Eric Knight: So Michael, this is Eric, and thank you so much for doing this for us. I mean, I'm really privileged and honored to have you on the show. I'm a really big fan of your career.
Michael Alago: Oh, good.
Eric Knight: Yeah. When did you develop your passion for music? And who were some of the artists that you loved growing up? You know, and growing up? Did you see yourself as an outsider?
Michael Alago: Good question. I grew up in Brooklyn, I was a bit of a loner, I liked being alone. I loved music, like I said, from a very early age. So whether I was listening to 77 WABC, Dan Ingram on the radio, or I was watching all these music programs on TV, I got to hear an extraordinary array of artists. I also at an early age, bought 45 singles, I had a little gray Panasonic record player, and I would sit on my stoop and play 45’s. Those 40 fives were everything from Aretha Franklin's ‘Respect’, ‘Ooh Child’ by the Five Stairsteps. Archie Bell and the Drells, Tightening up, Grand Funk Railroad closer to home. And on 45 it was part one and part two. So I just, at a very early age, developed a love for a variety of types of music.
Ritch Esra: What's interesting is that, you know, you had, as a kid, I mean, the kinds of things you're talking about, you had such a variety of styles that you loved. And we'll get into this later in our conversation, but you expanded even well beyond what you're talking about your early influences, and more importantly, what you were exposed to in love. Whether it was a Aretha or Archie, you know, the pop records at WABC, that you expanded well into a lot of other areas, due to your passion for music, which, you know, to me as a former A&R, executive myself at Arista, it shows why you were able to have such a successful career that you did. Because you really went beyond just what your own personal tastes were as a kid in terms of your influences. And that's, that's interesting—
Michael Alago: Sure.
Ritch Esra: And we'll get into that more, because the thing I want to talk to you about is that you know, you were and we learned this from the the great documentary, ‘Who the fuck is that guy?’ That's the documentary that's out on your life, and it's on Netflix and one of the things —
Michael Alago: Yes! It’s “Who the Fuck is that Guy? the fabulous journey of Michael a Lago —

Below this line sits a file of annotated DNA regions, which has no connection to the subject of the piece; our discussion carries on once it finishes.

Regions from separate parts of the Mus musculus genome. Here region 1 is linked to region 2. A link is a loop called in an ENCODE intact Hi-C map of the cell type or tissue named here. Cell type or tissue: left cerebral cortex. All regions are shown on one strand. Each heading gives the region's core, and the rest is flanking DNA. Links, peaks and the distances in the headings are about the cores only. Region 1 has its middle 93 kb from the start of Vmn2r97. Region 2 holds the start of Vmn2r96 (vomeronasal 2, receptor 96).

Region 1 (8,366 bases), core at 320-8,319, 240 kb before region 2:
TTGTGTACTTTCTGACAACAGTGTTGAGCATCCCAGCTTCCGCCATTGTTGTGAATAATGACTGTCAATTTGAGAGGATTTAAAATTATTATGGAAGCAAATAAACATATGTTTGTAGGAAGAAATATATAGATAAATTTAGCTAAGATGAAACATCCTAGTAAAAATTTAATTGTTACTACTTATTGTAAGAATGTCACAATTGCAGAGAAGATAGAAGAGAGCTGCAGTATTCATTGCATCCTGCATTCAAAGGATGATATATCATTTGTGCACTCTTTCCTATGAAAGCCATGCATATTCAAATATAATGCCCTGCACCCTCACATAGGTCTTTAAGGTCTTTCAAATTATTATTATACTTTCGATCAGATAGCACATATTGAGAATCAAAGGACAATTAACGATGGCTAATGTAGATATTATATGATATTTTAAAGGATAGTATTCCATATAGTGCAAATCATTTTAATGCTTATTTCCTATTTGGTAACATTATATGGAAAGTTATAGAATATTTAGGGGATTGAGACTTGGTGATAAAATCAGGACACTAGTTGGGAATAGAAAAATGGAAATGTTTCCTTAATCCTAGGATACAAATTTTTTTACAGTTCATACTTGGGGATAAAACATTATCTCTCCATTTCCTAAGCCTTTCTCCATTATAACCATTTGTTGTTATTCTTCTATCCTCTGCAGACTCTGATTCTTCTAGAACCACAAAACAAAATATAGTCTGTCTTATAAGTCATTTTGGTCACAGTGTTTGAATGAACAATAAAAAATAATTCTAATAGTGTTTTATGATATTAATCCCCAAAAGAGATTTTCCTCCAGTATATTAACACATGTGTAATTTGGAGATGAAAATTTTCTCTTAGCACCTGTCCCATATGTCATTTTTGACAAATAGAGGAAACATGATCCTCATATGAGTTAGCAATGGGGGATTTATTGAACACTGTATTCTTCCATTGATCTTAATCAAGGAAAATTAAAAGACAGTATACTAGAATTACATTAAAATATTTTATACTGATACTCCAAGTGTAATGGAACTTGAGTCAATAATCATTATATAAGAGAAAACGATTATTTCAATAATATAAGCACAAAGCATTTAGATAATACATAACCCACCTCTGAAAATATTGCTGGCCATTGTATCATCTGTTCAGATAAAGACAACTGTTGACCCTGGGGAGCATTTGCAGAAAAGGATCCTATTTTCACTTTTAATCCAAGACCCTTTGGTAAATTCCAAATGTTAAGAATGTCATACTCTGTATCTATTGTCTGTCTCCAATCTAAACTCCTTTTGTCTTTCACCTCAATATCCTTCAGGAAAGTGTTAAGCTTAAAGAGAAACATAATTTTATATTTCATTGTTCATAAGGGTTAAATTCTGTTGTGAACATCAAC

Ritch Esra: That’s right!
Michael Alago: It’s been renewed again, for a third year, which is usually unheard of —
Eric Knight: Yeah.
Michael Alago: But so many people all over the world have been watching it. And I just think that, that's why they renewed it up till September 2020.
Eric Knight: And for anybody who hasn't watched it yet, you've got to watch it, because it's such a great —
Michael Alago: Oh, it’s wonderful!
Eric Knight: It's a great, great story.
Ritch Esra: And it's a wonderful—
Michael Alago: Thank you so much.
Ritch Esra: Yeah, it really is. It's a great documentary. I've seen it twice already, and really loved it. And the thing is that, you know, you were speaking about a time, which is what I want to ask you about, you were speaking about a time that was very, very creatively vibrant. Not only in music as the documentary on you focuses on, but on a lot of other aspects. And that's what I want to ask you about is that, you know, there was such a great and vibrant scene in the 70s and 80s, in New York City, especially in the East Village. And I was wondering if you could talk about what that scene was like and what your memories of it were.
Michael Alago: Boy, here we go! This could be a long one! Yeah, sure. Sure. I've always been a New Yorker. Well, I grew up in Brooklyn when I was 20, I moved into the city, I lived on East 10th Street between B and C. Now, that was a funky area back then. It was a scary area. You know, Bodegas was selling not only sodapop but they were selling heroin. Though that area was real scary. But the beauty of it was that there was a vibrant art scene coming up. And it reflected in the artists like Richard Hamilton, who went around the city painting these black shadow men everywhere. Fabulous, big shadow men, that if you turned a corner, it would startle you. You know, Jean Michelle Basquiat was coming up, but I knew Jean Michelle Basquiat from my last two years of high school that we went City School together, but we could talk about that later. And you know, of course, there was Keith Haring, and you would see him on the subways, morning noon and night, painting his childlike doodles that he made. And you know, half the times he would get arrested, and once he got out of, you know, jail overnight, he’ll go right back to doodling on the subways again.
Anyway, so, it's a very vibrant, interesting scene. All these people were so original, and I was a person who loved music and art and theater. I started going to the theater when I was, I think 15 years old. And I knew about the theater, because I would pick up the ‘Village Voice’. I'm not sure if it came out every Wednesday back then. But it was like once a week. So that had everything in it from art, theater, the porn theaters, and of course, all the nightclubs. And I gravitated to all of that. So that also helped inform me what was going on and where. Did I answer your question?